Amazon is unquestionably the biggest sales platform in the North American market, and its marketplace alone commanded nearly a third of total online sales in the U.S. in 2018. But there’s also a lot of competition—more than 5 million brands compete for the same customers, with thousands more joining every day.
It can be easy to be lost in the shuffle, but there are some concrete things brands selling on Amazon can do to stand out.
Finding the SEO Sweet Spot
The metrics Google uses for SEO are well defined, and most marketers are at least somewhat well versed in how to optimize for Google SEO. Amazon’s SEO metrics are less publicized, but with more consumers flocking to Amazon, it’s important to understand the nuances of Amazon SEO, the similarities and differences between platforms.
In the case of both Google and Amazon, getting on the first page of search results is crucial. On Google, 94% of people never go to the second page of search results, while 70% of shoppers never look at the second page of Amazon results. Amazon’s listings can make or break a company—the first three listings on any given search account for 65% of all clicks, and 35% of people click on the first item.
Both Google and Amazon have evolved in the digital age, too. In earlier years, keywords were, well, the key to landing high on the results page. Keywords carry significantly less weight today—while still important, the algorithms for both giants also weigh customer engagement, conversion, and detail page views.
Despite the mammoth reach both have and the similarities in the search components, Google and Amazon are fundamentally different in terms of the purpose of their searches and how they’re catering to their searchers. Google provides information, which might include Amazon listings, whereas Amazon seeks to pair customers with the right product. That being said, people tend to use both sites similarly, with 75% of shoppers using the search bar. Think of it this way: on Google, people search for recipes; on Amazon, they search for ingredients.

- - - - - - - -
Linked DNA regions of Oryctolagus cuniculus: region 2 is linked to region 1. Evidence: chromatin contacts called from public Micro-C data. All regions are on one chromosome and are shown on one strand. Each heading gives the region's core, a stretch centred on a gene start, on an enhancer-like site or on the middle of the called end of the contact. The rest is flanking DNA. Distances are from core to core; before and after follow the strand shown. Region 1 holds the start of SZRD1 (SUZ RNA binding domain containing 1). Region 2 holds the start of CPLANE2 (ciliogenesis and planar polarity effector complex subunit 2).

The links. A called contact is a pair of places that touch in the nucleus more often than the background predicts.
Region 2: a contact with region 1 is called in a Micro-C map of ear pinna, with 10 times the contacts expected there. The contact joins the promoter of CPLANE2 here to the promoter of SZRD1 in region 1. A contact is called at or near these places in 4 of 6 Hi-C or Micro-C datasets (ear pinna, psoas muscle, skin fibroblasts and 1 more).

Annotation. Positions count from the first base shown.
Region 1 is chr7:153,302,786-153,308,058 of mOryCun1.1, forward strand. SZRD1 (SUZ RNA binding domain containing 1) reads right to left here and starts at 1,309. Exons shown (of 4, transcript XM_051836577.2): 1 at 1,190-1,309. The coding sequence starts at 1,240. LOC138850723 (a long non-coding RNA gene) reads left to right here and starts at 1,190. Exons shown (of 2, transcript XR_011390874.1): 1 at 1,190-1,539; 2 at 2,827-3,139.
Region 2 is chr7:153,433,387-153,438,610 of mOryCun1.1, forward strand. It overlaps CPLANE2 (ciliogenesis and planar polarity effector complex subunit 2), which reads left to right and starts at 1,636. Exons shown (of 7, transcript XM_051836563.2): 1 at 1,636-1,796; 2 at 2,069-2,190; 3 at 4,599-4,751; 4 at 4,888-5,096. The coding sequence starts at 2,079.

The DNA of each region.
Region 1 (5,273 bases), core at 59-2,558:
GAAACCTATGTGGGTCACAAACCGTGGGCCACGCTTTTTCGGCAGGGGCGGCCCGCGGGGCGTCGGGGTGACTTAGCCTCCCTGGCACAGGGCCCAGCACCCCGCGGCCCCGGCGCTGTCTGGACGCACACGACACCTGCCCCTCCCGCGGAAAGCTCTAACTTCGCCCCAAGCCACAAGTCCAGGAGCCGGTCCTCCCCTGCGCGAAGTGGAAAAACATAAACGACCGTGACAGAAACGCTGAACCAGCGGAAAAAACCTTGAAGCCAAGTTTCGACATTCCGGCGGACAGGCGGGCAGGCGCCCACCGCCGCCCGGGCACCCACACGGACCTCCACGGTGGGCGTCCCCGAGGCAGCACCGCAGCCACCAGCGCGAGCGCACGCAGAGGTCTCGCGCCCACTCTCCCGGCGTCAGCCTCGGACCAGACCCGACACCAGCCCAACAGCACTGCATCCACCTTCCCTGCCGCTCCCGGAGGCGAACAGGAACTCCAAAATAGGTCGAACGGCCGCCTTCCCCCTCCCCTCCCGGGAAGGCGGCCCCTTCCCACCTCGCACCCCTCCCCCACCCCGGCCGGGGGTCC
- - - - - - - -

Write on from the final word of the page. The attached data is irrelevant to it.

No More Shortcuts
Winning the race for listings has always been a high priority for brands selling on Amazon, and as such, it’s also been rife with people trying to game the system. Although it’s unlikely Amazon will ever be able to close off every loophole, it has been increasingly vigilant in shutting those shortcuts down—and, in some cases, penalizing the brands who take them.
Gone are the days of click-farming, adding items in carts but not purchasing them, and adding items to baby or wedding registries as ways to boost a product’s rankings. Conversion gaming tactics and bot farming advantages have been removed, and while black-hat tactics are still influencing searches, Amazon is actively working to remove them.
Another tactic now banned is incentivized reviews, or the practice of giving a product to a person for free in exchange for a review. Amazon has been taking a firmer stance lately towards fake or incentivized reviews in general—a necessary step as the problem has become big enough to jeopardize the legitimacy of all reviews in the eyes of some consumers.